Government minister Sirpa Paatero on Tuesday lashed out at the lavish salaries and bonuses paid to the top management of national mail carrier Posti, which is wholly owned by the Finish state. Last week it became known that Posti's chief executive was pulling down an annual salary close to a million euros while postal workers earning around 2,000 euros per month were facing 30-50 percent pay cuts this autumn in the name of competitiveness.
Minister of Local Government and Ownership Steering Paatero told a press conference on Tuesday that the government would review the remuneration of top management at Posti.
She added that the state may decide to take out smaller dividends paid to it by Posti. As a state-owned company, Posti pays dividends to its sole shareholder, the state.
She said salaries paid to executives had been excessive and that further negotiations between the postal workers' union (PAU) and employer representatives would take place this autumn regarding any changes to postal workers' collective agreement.
CEO waives part pay after public outrage
Last week news emerged that in four years, Posti chief executive Heikki Malinen’s annual salary including bonuses had risen by 65 percent to 990,000 euros. That amounts to a monthly pay packet of about 82,500 euros. Following public outrage, Malinen said he was willing to waive two months' pay this year. Meanwhile management was planning to cut postal workers' salaries by shifting them to a new pay structure.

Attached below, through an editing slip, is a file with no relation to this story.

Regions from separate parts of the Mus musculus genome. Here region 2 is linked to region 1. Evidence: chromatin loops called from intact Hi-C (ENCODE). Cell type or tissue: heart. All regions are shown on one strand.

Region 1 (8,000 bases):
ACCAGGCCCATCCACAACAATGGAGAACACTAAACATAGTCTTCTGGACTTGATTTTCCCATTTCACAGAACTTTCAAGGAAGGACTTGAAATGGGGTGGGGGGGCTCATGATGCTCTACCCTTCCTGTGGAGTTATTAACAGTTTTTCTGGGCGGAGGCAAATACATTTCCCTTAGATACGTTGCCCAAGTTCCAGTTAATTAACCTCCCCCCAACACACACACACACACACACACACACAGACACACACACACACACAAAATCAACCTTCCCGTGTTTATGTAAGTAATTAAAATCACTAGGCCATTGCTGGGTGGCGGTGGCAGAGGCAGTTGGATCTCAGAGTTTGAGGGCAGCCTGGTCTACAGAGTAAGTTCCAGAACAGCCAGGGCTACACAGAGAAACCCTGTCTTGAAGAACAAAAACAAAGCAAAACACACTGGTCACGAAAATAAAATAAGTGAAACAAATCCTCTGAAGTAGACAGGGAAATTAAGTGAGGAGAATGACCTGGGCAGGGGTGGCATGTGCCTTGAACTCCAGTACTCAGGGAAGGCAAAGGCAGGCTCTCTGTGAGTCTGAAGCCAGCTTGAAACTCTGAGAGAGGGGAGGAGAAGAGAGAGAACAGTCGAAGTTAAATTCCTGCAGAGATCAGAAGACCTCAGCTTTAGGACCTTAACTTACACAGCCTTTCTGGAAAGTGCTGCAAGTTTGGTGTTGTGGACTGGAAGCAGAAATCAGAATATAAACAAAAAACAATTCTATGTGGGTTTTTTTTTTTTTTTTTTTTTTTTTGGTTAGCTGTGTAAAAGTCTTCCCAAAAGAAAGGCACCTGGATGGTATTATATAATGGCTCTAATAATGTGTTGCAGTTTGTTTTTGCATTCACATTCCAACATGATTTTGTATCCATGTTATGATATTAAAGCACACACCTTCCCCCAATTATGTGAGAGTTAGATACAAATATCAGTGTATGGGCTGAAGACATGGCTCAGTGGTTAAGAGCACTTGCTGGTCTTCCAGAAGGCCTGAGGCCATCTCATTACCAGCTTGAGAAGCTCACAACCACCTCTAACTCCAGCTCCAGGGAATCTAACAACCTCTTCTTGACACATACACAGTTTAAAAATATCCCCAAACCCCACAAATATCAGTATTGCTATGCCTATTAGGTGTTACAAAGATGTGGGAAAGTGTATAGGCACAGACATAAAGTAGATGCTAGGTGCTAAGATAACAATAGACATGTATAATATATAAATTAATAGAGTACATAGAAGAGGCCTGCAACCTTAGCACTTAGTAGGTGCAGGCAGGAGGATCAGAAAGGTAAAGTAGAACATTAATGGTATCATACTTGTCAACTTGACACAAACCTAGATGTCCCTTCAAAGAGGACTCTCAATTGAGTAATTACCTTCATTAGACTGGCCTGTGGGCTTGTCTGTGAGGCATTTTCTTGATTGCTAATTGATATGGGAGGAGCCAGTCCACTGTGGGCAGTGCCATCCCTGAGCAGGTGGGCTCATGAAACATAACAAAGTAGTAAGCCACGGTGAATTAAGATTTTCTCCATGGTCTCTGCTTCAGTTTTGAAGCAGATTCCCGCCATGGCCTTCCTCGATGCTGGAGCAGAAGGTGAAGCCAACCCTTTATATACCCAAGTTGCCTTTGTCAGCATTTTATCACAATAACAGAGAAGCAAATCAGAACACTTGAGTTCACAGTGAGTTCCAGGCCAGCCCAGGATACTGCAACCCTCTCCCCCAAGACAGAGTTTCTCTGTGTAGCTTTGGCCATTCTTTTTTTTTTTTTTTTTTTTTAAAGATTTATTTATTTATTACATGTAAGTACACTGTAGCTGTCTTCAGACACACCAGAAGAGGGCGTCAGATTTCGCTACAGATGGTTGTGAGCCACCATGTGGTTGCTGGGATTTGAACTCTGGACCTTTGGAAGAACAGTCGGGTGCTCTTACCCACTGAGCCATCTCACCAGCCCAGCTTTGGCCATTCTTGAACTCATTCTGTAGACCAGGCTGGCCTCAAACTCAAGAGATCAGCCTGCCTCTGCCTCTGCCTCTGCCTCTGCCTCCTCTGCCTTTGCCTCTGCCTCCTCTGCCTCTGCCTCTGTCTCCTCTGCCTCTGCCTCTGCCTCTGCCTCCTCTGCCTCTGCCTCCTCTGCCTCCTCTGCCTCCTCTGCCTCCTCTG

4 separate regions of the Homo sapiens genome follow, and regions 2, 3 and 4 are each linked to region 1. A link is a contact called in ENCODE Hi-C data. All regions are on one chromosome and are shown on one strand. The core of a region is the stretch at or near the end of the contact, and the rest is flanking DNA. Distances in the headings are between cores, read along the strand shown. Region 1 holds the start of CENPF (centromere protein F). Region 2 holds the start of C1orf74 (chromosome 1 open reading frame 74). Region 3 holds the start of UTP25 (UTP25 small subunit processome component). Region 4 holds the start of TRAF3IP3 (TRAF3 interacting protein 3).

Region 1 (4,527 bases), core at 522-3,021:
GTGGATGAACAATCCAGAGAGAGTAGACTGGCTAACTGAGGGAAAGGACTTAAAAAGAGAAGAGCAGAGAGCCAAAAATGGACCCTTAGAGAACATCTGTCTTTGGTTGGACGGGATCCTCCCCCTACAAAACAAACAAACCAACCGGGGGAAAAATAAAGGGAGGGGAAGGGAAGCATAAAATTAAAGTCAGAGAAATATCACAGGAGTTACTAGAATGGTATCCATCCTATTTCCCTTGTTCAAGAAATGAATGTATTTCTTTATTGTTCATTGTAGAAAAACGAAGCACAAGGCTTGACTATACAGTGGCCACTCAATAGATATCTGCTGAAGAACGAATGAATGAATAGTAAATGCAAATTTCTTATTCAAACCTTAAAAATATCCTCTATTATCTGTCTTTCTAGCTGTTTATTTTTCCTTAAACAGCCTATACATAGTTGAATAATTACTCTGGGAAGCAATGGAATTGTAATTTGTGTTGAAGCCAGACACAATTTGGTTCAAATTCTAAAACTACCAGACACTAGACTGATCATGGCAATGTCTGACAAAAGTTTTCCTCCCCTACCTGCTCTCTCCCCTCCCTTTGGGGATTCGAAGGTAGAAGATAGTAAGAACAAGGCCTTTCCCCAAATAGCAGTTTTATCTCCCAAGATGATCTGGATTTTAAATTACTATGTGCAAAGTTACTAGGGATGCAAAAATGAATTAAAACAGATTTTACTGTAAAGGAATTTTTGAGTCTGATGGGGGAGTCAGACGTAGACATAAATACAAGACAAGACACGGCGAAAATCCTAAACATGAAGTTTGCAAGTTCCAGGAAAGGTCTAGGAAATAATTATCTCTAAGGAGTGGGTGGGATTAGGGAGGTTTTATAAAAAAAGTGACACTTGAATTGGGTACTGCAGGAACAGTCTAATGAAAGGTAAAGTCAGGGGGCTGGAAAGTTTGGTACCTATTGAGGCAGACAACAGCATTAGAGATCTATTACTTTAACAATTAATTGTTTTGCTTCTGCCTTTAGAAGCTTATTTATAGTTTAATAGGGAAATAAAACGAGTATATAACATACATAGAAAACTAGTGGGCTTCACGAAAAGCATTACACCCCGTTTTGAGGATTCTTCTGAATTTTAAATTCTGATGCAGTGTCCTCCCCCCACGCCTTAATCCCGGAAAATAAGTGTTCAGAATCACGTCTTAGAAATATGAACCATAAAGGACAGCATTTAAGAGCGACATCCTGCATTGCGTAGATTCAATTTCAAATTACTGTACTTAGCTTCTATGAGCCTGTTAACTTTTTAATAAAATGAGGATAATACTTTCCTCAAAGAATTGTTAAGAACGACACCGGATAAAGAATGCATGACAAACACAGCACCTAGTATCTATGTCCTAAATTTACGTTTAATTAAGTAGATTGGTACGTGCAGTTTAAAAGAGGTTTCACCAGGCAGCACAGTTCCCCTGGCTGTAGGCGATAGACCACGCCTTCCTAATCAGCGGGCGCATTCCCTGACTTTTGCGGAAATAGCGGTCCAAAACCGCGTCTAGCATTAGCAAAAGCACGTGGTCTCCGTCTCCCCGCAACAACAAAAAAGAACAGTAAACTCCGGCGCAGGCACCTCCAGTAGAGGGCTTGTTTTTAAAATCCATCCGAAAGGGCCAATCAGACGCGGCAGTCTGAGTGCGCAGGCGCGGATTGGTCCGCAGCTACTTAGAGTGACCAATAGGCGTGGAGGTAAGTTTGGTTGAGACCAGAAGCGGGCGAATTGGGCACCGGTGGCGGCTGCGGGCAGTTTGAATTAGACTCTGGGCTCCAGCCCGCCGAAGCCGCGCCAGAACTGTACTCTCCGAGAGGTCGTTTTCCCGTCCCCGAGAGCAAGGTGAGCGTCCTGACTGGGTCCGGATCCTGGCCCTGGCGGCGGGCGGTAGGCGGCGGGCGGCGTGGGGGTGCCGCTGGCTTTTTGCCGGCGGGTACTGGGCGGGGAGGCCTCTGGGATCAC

The postal workers' union PAU said the new pay structure would effectively gouge some 700 employees’ pay by an average of 30 percent, and in some cases up to 50 percent by November. The average monthly salary of a postal worker is 2,200 euros. A 30-percent salary reduction would mean losing 660 euros every month. Workers walked off the job on Friday as the union announced a strike to protest the pay reforms.
While Paatero did not want to specify how much executive pay would be cut, she said the change would be "significant."
She has previously pointed out that Posti is increasingly competing with multinational delivery companies not bound by the same collective agreement, allowing competitors to pay workers less.
The postal workers' industrial action ends at midnight on Wednesday.